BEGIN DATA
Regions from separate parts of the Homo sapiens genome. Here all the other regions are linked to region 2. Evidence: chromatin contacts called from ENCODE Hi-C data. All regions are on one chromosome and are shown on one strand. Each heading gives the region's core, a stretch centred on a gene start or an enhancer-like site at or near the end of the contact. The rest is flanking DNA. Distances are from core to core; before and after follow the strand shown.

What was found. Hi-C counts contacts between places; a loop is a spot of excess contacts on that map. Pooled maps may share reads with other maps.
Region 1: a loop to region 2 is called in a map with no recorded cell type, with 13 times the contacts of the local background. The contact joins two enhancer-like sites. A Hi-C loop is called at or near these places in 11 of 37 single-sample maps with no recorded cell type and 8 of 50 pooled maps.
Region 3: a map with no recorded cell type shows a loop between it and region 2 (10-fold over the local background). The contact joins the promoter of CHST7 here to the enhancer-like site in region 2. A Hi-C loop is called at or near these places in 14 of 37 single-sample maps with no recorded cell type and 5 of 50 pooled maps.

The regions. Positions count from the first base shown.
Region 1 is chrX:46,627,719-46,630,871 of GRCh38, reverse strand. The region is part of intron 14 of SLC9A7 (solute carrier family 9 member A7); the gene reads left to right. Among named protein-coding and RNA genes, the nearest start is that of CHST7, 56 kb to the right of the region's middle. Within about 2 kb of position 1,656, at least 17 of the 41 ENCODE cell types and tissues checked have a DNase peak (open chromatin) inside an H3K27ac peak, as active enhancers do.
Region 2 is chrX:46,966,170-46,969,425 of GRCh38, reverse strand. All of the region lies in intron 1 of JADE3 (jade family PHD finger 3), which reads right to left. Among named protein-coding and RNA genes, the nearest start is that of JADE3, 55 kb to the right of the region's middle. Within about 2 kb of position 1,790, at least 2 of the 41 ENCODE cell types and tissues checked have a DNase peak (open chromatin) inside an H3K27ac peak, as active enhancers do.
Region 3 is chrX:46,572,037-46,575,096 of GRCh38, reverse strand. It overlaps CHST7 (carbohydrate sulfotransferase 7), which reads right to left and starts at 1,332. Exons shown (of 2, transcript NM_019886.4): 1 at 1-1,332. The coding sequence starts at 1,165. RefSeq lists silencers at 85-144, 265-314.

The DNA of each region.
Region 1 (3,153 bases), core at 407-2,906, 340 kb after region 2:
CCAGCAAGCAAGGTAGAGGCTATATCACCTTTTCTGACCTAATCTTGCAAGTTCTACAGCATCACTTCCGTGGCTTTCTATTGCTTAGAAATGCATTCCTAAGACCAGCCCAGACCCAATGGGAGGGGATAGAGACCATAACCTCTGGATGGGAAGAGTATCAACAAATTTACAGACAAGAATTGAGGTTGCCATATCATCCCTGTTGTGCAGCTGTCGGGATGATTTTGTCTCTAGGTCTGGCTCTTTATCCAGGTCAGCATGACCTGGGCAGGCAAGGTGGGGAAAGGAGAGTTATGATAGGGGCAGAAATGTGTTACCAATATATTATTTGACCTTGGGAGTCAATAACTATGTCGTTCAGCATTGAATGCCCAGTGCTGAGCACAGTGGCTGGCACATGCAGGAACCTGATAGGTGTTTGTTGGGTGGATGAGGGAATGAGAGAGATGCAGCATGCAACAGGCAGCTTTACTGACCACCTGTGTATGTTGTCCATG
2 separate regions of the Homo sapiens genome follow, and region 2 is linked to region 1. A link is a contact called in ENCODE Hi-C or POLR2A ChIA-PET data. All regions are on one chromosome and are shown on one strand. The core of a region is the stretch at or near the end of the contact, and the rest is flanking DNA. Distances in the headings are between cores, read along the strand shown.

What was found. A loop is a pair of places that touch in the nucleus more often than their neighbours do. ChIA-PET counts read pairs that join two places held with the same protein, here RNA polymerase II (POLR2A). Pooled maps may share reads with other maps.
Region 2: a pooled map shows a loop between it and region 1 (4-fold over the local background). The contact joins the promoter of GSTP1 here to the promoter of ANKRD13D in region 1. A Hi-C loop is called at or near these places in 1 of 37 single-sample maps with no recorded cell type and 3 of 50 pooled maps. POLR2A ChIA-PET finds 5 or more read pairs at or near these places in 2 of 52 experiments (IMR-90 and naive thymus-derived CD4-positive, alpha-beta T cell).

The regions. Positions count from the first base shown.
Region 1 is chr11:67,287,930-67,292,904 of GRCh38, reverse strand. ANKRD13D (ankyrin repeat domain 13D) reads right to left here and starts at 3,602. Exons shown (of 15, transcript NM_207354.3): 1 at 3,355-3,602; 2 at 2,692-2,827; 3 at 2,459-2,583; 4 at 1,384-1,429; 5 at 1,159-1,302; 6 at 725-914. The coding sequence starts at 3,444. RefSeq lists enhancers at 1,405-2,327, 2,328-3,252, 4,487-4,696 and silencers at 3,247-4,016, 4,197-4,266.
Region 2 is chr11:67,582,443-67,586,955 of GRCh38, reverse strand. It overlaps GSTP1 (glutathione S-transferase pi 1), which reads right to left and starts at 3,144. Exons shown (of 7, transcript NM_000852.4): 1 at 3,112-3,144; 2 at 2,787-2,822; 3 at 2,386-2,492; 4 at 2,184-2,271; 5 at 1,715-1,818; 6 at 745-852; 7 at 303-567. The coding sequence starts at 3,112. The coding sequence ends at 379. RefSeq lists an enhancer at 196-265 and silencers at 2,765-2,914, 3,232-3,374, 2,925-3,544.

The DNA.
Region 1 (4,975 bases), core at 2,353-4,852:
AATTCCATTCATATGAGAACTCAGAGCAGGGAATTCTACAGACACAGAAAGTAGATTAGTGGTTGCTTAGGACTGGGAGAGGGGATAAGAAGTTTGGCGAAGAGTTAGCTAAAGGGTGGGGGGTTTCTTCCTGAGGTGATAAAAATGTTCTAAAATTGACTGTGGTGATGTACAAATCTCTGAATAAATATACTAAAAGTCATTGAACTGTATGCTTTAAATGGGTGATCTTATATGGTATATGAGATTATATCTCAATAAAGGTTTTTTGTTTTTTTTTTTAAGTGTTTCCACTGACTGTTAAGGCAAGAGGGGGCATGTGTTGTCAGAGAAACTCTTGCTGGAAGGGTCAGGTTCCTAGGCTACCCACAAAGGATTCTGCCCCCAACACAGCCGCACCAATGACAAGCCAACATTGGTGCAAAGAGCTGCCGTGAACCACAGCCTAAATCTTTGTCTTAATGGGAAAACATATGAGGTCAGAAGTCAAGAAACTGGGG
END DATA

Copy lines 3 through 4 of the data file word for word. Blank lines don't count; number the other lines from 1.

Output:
Region 1: a loop to region 2 is called in a map with no recorded cell type, with 13 times the contacts of the local background. The contact joins two enhancer-like sites. A Hi-C loop is called at or near these places in 11 of 37 single-sample maps with no recorded cell type and 8 of 50 pooled maps.
Region 3: a map with no recorded cell type shows a loop between it and region 2 (10-fold over the local background). The contact joins the promoter of CHST7 here to the enhancer-like site in region 2. A Hi-C loop is called at or near these places in 14 of 37 single-sample maps with no recorded cell type and 5 of 50 pooled maps.